Detecting Tick and Flea Bite Dermatitis
Ticks and fleas are the most common external parasites in dogs and cats worldwide. These parasites feed on the blood of their host and can cause irritating bites transmitting various diseases to your pets.
Animal fur provides a suitable environment for fleas and ticks to live. Both ticks and fleas can thrive in warmer months, but ticks can also adapt to survive in cold weather.
Despite the similarities, these two vastly different parasites can carry various diseases that affect your pets. Here is how you can detect and determine tick and flea bite dermatitis.
Detecting Tick Bite Dermatitis
Ticks are parasites that feed on the blood of animals like cats, dogs, and rats. Tick bites are often harmless. However, tick bites can cause allergic reactions, and some can even pass diseases on to humans and animals. Ticks inject an anesthetic into the skin at its point of entry, resulting in a painless tick bite. Ticks also burrow their head under the skin after one bite, feeding on their host for up to 10 days.
Identifying ticks in long-furred animals is difficult but possible. Ticks can grow up to 3-5 mm in length depending on sex, species, and fullness.
Tick bites will leave a small red bump on the site of the sting. Tick bites usually go away on their own in a few days. Animals infected with ticks will experience the following tick-borne illness symptoms:
– Chewing and licking the infected area
– Fever/ chills
– Aches and pains
When left untreated, ticks can spread diseases that might endanger your pet and compromise their health. Several infections can occur from these bites are:
– Subclinical Ehrlichiosis
– Acute Ehrlichiosis
– Clinical Ehrlichiosis
– Rocky Mountain spotted fever
– Lyme Disease
Detecting Flea Bite Dermatitis
Fleas are more common among cats and dogs. They are wingless, traveling from host to host by jumping. Detecting flea bites is crucial as there could be areas in the skin that may need treatment. Flea infestation usually causes unsightly skin irritations on pets.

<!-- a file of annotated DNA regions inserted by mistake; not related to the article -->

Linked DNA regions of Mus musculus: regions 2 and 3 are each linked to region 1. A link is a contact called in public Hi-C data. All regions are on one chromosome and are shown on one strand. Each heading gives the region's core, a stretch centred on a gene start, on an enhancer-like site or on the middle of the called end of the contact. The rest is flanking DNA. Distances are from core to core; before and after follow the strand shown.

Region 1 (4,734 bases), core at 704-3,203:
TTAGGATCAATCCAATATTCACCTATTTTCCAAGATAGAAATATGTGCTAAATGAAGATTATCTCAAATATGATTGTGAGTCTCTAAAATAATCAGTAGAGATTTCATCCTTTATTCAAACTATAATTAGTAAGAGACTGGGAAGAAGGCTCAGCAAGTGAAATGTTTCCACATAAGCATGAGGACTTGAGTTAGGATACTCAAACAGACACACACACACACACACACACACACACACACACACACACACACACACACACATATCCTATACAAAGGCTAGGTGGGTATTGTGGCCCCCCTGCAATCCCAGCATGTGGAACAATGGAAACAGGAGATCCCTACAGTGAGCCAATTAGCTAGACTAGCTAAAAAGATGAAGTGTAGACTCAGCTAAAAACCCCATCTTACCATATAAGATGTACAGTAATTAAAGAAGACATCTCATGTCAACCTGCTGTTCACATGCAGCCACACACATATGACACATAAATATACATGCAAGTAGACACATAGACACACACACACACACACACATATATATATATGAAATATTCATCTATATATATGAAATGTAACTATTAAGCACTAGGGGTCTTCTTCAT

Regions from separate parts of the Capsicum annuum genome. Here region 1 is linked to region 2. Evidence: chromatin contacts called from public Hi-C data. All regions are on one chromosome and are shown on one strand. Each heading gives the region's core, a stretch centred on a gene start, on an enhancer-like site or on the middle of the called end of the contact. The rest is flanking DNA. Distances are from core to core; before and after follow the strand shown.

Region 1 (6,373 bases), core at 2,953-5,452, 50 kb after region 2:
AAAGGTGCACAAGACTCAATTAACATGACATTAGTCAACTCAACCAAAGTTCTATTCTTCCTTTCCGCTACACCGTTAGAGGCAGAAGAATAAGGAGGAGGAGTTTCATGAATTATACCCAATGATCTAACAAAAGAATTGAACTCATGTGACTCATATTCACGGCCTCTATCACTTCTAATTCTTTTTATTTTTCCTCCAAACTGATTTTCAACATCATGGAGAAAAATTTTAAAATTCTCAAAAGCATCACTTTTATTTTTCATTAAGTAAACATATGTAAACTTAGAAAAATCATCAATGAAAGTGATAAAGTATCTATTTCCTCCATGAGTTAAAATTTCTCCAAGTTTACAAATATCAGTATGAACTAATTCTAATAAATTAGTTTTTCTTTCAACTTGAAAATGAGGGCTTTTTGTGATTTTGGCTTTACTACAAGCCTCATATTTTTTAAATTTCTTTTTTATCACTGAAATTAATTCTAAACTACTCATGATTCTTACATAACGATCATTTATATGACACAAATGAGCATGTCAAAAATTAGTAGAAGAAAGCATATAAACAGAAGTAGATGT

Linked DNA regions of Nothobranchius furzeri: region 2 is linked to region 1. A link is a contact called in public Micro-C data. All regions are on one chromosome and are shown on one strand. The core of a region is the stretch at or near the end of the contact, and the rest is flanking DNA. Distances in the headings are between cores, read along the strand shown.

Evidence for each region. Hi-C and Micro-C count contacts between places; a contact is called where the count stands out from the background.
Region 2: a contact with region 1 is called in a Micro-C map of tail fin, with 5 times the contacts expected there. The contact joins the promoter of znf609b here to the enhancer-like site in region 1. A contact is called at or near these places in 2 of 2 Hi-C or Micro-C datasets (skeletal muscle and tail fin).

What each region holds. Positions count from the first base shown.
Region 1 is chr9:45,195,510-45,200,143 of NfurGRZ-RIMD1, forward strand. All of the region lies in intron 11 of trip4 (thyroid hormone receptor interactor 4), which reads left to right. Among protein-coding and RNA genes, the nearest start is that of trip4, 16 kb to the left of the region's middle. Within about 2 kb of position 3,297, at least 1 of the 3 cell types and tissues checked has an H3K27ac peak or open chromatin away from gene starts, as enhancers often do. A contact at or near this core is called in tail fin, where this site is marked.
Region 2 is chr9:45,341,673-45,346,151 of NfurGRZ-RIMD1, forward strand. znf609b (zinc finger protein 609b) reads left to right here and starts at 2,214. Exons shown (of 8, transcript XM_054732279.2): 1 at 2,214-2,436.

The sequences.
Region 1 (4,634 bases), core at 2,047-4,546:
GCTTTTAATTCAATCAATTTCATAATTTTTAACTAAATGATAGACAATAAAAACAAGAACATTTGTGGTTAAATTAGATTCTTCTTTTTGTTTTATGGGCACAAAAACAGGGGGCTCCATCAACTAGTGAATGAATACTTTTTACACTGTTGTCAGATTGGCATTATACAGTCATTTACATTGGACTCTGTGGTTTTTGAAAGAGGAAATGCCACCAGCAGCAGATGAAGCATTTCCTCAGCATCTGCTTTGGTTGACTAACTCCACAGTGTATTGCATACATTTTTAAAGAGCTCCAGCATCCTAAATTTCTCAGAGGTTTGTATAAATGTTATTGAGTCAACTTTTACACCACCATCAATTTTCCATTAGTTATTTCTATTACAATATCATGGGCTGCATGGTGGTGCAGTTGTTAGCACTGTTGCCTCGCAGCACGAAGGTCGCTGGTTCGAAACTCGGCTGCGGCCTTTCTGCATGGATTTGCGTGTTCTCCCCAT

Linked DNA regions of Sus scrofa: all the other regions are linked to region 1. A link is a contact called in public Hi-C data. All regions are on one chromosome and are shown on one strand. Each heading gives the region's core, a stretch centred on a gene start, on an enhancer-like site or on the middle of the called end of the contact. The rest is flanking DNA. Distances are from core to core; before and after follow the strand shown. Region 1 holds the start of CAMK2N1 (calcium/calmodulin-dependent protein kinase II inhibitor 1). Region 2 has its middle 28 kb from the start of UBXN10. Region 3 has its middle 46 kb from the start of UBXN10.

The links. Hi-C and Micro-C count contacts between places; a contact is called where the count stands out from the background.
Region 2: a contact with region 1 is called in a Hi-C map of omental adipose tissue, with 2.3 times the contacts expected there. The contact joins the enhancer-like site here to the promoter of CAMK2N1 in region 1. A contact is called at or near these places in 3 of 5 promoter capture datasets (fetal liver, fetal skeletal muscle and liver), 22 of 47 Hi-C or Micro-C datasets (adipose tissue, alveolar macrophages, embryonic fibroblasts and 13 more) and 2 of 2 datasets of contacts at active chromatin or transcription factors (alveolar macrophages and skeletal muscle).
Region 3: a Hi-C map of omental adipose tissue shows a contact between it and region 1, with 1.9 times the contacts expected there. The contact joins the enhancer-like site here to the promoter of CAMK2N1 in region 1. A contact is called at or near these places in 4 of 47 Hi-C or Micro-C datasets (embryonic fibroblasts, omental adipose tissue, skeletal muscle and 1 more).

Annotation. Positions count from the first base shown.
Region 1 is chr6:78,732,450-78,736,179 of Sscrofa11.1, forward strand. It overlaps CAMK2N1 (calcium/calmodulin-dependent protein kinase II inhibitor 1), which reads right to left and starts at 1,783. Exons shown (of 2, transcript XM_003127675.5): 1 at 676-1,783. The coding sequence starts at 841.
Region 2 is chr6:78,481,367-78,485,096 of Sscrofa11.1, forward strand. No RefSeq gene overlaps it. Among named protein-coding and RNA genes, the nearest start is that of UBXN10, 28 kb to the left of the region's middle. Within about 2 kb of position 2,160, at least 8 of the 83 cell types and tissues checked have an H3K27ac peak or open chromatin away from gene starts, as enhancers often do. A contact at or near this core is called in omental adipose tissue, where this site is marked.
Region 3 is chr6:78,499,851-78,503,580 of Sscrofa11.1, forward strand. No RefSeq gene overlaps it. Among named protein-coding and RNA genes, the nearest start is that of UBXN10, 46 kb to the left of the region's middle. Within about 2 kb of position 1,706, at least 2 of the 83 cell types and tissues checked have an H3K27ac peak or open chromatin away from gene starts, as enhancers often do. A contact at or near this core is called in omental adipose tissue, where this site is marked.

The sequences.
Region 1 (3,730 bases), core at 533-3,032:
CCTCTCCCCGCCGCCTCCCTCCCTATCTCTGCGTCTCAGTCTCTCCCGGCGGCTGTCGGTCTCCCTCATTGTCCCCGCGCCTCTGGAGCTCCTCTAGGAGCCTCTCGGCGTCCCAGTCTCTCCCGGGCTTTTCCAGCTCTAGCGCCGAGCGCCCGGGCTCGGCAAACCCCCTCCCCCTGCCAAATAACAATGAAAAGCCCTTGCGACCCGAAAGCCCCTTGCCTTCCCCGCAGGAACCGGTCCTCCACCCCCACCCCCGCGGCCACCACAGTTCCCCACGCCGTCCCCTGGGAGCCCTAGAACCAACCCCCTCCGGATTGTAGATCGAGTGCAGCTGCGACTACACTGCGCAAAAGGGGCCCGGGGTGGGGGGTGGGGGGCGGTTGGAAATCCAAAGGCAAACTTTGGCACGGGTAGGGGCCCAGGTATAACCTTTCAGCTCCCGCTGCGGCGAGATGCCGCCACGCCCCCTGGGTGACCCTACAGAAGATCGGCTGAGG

When a flea bites its host, its saliva makes contact with the skin of its host, causing itchy and red bumps on the skin called flea allergy dermatitis (FAD).
The most effective way to determine whether your pets have flea allergy dermatitis is through a physical examination. Fleas may be difficult to locate, and they frequent the neck and chest area of cats and dogs. Veterinarians can look for flea feces instead to determine if there is an infestation.
This skin disease can result in extreme discomfort for pets and even cause painful infected skin lesions, uncontrollable itching, and dry skin.
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Treatment and Prevention
Preventing and treating tick and flea infestation is not an easy task. Most home remedies will not altogether remove the parasite. Protecting your pets from ticks and fleas is vital to keeping your home clean. You can also ask your veterinarian to administer anti-tick and flea medications like Virbac’s Effipro Topical Pet Spray. This topical spray provides three months of protection against fleas and a month of anti-tick protection for your pets.
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